During the first week of June, 1942, Japanese aircraft bombed Dutch Harbor and Japanese troops occupied the islands of Attu and Kiska in Alaska's westernmost Aleutian Islands. This invasion marked the first time since the War of 1812 that an invading army had occupied American soil. A small naval party on Kiska and Aleut villagers on Attu were taken prisoner and transported to Japan. Concern that the war would come to other far western islands prompted the American government to evacuate residents from the Aleutian and Pribilof Islands and to destroy many of the islanders' homes, rather than let the invaders use them.
American aircraft and ships struggled with the Japanese forces and the treacherous Aleutian weather, first to isolate the invaders and then to destroy them. The Battle of the Commander Islands in March 1943, in which navy ships intercepted and turned back a Japanese flotilla seeking to bring more reinforcements, signified achievement of the first goal. For two and half weeks in May, 15,000 American troops clambered ashore at Attu and overcame stiff resistance from 2,400 Japanese defenders.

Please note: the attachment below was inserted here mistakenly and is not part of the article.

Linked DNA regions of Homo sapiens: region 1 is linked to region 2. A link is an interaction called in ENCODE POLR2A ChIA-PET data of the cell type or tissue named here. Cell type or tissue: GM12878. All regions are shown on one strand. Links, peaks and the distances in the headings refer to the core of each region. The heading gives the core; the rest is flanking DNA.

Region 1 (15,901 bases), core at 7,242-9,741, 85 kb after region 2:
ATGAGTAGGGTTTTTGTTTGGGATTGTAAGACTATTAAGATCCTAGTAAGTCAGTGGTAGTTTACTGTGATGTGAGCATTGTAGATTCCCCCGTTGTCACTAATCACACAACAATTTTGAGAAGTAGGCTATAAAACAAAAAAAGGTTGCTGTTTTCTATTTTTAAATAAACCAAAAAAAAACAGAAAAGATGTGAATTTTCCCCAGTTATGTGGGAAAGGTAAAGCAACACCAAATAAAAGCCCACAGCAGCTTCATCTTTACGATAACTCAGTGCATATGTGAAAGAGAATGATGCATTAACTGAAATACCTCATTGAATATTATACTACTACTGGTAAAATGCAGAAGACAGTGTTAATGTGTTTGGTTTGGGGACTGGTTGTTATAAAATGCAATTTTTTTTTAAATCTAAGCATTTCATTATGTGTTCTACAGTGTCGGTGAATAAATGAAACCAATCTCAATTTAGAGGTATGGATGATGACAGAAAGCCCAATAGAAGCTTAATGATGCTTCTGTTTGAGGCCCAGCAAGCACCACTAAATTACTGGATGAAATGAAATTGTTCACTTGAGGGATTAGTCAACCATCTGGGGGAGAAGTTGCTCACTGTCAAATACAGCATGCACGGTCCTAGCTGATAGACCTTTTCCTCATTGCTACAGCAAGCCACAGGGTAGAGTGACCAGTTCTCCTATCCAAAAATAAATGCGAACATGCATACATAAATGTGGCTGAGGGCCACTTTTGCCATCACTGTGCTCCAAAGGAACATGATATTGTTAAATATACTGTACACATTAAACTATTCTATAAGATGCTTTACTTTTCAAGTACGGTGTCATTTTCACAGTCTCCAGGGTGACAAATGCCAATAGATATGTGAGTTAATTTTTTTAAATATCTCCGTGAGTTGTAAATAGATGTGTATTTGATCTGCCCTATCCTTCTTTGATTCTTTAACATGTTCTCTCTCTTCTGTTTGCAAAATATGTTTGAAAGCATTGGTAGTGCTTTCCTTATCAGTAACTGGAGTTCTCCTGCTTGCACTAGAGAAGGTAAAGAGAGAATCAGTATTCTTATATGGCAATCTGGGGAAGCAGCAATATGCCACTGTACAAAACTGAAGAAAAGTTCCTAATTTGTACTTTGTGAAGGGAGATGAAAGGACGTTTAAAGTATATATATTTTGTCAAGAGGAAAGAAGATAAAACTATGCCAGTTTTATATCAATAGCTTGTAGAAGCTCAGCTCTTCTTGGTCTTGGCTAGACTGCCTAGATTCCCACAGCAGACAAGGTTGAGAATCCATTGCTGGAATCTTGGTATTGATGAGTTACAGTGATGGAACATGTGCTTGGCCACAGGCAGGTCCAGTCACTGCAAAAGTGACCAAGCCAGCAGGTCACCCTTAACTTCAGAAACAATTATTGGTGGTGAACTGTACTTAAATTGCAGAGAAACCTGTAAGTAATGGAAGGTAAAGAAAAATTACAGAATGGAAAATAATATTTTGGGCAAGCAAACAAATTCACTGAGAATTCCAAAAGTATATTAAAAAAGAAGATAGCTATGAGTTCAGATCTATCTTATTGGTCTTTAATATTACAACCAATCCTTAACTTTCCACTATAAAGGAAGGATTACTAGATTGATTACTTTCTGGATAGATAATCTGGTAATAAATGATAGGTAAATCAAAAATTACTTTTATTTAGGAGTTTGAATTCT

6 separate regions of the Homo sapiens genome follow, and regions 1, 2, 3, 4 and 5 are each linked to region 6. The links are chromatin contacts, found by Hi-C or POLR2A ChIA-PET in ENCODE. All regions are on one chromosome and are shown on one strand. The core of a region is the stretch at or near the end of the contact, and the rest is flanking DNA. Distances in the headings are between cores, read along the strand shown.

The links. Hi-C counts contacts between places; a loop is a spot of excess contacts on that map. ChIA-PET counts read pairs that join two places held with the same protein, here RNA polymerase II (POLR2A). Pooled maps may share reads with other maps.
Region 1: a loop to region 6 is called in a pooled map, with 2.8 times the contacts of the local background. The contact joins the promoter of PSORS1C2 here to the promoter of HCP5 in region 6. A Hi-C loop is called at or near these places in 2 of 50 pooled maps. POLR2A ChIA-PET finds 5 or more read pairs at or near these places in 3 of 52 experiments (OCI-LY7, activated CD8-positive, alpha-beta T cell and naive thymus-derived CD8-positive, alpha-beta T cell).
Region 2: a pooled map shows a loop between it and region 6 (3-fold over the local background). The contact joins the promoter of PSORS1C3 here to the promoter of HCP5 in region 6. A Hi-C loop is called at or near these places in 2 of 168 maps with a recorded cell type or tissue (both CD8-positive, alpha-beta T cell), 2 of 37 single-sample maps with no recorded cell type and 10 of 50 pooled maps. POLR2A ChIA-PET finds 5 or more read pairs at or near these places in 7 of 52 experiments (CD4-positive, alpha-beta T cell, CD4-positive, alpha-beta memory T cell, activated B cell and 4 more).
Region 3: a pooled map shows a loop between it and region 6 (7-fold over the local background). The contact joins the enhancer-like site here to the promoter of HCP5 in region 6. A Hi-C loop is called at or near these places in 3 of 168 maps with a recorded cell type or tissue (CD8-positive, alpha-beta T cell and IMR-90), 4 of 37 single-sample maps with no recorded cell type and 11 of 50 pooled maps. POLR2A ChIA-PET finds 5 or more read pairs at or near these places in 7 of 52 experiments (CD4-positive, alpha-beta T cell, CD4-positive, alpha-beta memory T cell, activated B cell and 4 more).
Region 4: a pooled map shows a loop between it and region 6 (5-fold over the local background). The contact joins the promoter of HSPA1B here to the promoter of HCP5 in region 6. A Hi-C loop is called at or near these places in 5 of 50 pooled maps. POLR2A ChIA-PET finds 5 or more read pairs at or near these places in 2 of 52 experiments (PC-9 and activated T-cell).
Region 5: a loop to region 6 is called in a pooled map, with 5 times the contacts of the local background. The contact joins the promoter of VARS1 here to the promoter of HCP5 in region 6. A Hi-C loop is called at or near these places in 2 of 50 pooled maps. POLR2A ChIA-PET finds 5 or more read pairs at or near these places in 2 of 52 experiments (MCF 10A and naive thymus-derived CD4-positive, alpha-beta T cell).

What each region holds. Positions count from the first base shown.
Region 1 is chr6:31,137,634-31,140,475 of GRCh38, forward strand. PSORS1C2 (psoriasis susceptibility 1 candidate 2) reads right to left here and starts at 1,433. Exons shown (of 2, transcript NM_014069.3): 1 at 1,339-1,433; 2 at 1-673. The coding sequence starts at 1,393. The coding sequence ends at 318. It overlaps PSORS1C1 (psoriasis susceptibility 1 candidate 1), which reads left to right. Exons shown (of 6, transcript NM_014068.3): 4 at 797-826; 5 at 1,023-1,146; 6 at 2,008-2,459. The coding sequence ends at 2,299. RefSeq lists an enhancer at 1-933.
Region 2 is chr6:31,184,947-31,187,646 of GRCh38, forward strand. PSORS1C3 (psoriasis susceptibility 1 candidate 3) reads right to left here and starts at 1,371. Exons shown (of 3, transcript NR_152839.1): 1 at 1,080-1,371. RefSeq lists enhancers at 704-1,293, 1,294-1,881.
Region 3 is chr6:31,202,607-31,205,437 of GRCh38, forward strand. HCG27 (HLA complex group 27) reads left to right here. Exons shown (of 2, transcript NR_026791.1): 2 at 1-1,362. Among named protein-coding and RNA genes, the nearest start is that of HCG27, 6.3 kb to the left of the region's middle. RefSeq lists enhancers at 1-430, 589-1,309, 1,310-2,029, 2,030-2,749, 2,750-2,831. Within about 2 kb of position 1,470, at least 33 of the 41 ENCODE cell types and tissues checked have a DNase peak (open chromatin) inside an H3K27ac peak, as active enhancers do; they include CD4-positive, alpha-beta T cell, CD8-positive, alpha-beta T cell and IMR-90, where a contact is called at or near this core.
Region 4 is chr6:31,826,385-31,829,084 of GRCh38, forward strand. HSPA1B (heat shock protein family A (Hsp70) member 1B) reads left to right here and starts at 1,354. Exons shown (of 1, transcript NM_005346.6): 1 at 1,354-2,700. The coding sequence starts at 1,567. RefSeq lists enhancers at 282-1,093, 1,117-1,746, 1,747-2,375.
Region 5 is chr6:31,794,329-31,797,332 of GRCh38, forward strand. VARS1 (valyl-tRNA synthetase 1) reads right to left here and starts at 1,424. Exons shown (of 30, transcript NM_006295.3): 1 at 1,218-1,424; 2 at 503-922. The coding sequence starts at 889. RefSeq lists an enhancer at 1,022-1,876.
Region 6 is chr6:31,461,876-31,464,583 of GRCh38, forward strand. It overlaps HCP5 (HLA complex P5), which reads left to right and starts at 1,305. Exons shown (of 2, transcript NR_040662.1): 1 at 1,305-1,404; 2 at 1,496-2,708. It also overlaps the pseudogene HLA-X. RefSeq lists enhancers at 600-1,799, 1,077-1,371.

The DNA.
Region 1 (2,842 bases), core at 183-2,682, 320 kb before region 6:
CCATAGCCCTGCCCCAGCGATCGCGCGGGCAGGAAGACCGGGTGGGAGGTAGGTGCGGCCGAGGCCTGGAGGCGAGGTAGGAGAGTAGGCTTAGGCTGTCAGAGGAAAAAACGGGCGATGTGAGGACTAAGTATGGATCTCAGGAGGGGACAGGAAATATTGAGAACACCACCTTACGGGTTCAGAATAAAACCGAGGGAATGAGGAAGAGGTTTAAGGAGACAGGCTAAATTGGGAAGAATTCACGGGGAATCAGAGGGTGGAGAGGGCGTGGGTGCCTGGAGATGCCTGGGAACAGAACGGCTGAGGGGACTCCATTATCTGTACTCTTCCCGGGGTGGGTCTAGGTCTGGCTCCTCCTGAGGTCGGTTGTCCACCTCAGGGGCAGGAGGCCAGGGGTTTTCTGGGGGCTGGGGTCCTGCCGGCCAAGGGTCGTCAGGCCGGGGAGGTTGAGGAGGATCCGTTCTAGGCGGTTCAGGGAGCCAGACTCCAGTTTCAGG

Kiska held 6,000 Japanese, so the American command assembled a force of nearly 100 ships and an invasion force of over 34,000 American and Canadian troops. But in late July the Japanese had managed a brilliant escape; while U.S. ships chased mysterious radar contacts 200 miles south of the island, eight enemy naval ships dashed to Kiska and carried away the emperor's soldiers. Not realizing this, however, the American and Canadian force attacked what proved to be a deserted island on August 15. Thus, the Japanese deserted their Alaskan gains two years before the end of the war.